From my point of view, I believe this situation could have been handled with far fewer casualties. While I respect Rachel for sticking to her ethics, I would have never used the little girl as source in the first place. Yes, the girl did tell a very interesting secret, albeit unknowingly, but I would have just used that information as an anonymous tip and gone from there. Gathering more evidence from different outside sources and building my story on more substantial knowledge. And if called upon about my anonymous tip- I would have told the truth to avoid the disastrous aftermath.

The issue of confidential sources is an important topic to journalist today. While Rachel’s story is fictional, it is based on the very real story of Judith Miller and other journalist who go to jail over confidential sources. Journalist need to understand that there are bigger threats out there than just libel suits when writing stories, and unlike Rachel, should be aware that there is more to worry about than whether or not this defames someone.

Source List:

Nothing But The Truth

Absence of Malice

Absence of Malice tackles several journalistic legal and ethical issues through its main character, Megan, actions. One of the overlying issues in the film is libel. Megan wrote a story about an investigation into Michael Gallagher and this story caused Gallagher’s life to unravel. This story came from information inside a government file that she was leaked, but was it true? Did Megan commit libel because her piece damaged Michael’s life or is she protected because she was absent of malice?

One side of the argument says that Megan did not commit libel because she did not publish with fault. She had no intention of ruining Gallagher’s reputation and was reporting what she believed to the best of her knowledge to be the truth. The other side of the argument says that Megan did commit libel by being negligent in her reporting because she only had one source, she did not fact check, and she only reached out to Gallagher once.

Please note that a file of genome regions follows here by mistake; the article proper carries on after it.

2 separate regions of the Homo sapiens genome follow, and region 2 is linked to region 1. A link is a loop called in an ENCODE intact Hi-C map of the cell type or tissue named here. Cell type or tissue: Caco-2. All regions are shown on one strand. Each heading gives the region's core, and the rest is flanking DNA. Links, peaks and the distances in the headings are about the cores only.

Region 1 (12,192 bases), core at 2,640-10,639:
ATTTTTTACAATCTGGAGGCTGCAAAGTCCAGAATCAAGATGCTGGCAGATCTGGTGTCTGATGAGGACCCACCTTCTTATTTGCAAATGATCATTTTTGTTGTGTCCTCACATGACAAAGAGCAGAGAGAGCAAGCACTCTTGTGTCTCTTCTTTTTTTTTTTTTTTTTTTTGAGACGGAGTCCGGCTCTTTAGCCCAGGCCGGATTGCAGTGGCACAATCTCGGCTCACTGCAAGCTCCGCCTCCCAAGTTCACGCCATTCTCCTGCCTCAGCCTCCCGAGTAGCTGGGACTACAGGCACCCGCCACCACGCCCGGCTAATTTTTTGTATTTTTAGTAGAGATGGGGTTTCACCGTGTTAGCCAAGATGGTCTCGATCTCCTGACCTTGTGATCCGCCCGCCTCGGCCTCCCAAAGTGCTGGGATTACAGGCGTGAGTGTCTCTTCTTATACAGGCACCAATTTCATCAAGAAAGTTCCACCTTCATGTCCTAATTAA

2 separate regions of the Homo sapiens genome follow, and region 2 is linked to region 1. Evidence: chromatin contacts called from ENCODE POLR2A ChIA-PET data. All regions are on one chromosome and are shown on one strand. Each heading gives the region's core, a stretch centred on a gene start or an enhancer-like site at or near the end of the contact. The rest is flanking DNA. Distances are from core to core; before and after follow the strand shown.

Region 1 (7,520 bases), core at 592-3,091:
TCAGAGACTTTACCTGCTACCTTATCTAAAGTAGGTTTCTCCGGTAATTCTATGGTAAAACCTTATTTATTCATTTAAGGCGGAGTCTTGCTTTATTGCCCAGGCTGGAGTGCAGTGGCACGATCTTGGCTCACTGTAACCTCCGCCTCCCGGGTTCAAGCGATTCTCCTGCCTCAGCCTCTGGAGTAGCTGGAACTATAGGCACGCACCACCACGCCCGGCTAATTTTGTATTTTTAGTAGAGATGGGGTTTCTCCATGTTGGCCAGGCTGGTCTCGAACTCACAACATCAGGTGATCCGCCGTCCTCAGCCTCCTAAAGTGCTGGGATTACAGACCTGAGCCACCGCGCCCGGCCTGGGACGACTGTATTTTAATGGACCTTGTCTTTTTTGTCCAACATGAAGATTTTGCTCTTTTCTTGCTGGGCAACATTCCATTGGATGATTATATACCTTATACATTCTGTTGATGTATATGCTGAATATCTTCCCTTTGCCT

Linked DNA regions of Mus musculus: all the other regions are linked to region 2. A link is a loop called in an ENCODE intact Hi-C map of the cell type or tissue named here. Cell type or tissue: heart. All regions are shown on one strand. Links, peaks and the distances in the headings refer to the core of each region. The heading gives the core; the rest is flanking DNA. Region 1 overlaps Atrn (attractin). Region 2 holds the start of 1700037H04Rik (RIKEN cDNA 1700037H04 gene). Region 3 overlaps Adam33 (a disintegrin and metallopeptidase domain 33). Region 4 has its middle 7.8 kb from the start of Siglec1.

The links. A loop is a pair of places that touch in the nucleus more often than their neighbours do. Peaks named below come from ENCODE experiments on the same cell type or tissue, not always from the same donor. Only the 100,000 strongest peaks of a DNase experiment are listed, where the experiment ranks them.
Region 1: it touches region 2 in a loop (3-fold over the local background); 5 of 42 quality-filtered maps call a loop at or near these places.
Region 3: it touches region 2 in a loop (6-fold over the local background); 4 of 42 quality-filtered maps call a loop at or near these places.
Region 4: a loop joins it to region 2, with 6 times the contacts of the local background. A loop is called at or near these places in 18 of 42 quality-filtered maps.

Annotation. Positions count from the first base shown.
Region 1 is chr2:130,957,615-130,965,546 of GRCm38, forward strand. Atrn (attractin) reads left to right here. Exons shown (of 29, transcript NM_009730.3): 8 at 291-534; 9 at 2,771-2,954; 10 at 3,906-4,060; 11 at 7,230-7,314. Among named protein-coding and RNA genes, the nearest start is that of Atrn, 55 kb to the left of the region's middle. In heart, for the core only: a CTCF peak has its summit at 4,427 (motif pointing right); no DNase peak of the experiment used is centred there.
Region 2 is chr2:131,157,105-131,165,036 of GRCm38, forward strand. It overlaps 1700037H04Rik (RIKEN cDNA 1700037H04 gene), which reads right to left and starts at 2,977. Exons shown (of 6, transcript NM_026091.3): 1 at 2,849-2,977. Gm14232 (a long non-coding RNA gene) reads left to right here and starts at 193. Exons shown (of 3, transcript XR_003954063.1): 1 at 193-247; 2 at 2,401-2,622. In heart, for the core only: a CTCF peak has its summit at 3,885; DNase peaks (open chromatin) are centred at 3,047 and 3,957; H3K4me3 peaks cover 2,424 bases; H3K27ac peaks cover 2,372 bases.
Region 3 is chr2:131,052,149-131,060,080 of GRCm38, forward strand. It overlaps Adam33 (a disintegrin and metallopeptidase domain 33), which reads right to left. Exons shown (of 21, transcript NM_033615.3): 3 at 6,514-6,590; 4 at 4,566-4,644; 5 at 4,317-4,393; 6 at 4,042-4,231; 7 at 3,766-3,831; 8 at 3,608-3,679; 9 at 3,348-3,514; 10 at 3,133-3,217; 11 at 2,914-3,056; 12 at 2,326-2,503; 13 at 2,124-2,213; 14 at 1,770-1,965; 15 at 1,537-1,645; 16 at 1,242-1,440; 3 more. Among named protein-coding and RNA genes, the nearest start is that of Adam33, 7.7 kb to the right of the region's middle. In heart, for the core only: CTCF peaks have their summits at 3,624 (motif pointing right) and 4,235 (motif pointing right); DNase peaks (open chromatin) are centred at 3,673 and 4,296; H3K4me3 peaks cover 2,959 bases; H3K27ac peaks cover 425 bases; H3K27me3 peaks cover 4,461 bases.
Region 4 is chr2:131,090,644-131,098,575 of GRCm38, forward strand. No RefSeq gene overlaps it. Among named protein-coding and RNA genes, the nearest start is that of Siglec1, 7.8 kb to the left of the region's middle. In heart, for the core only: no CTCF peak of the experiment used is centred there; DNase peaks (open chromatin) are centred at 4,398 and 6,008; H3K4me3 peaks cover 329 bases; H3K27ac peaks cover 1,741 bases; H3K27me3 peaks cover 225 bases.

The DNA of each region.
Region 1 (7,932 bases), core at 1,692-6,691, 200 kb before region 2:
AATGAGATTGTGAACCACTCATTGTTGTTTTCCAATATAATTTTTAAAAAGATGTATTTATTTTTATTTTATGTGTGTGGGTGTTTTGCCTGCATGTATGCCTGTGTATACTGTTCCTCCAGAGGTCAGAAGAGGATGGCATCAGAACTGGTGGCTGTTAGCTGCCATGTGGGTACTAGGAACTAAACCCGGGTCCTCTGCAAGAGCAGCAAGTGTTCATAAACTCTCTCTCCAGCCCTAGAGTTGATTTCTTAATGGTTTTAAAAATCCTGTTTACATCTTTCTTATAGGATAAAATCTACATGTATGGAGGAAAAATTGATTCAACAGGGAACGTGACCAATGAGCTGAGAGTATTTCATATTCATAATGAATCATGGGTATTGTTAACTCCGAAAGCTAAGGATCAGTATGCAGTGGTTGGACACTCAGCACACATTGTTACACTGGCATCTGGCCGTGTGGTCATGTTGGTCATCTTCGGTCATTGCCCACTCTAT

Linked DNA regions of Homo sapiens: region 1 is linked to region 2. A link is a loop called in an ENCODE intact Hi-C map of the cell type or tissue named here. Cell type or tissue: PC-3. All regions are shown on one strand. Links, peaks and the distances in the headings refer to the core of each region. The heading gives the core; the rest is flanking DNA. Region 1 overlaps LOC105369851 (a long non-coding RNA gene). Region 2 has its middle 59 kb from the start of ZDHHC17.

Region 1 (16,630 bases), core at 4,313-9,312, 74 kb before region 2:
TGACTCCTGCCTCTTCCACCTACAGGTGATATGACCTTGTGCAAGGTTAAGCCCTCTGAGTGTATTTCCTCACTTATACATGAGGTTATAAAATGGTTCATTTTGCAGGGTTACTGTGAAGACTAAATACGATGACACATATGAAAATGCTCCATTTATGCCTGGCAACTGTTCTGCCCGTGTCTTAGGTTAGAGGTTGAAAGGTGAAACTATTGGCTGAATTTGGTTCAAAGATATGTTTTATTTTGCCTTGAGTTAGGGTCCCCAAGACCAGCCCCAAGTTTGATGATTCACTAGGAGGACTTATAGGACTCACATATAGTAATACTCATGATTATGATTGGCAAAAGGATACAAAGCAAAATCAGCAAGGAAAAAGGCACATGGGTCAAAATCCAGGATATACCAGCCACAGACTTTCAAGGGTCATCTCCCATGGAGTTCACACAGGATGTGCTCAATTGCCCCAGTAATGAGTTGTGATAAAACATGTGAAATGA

Historic cases on libel have ruled decidedly on a case-by-case basis. In the Gertz v. Robert Welch Inc. (1973) case a lawyer Gertz was suing a magazine for publishing defamatory things about his character. Similarly to Michael Gallagher, this case was about a private citizen and his protection from libel. The rulings found that ordinary citizens should be allowed more protection from libelous statements than individuals in the public eye. Another historical case on libel was Hurst v. Capital Cities Media (2001). Hurst sued Capital Cities Media for reporting he was being questioned for a murder he was eventually cleared from. The court held that when the media truthfully reports information given by public officials that places a person in false light, even if the information proves to be false, the media is not at fault so long as the reporting was accurate.

From a young journalist point of view who has just finished learning about libel-and is terrified- I would have done things Megan. Of course I would have read the file, but I would have done my fact checking before I put it into print. I would have tried to contact more sources inside the justice department and I definitely would have tried harder to contact Gallagher. I would have made sure I covered this story from both sides and that each side had a voice.

Although this movie was released in 1981, Libel is still very much an issue that haunts journalist today. Journalist always have in the back of their mind- could I get sued for this? And that makes for better reporters. Reporters who fear libel will fact check their work, use multiple sources, and always present their story from straight down the middle. Libel is a scary issue, but a good issue for journalism.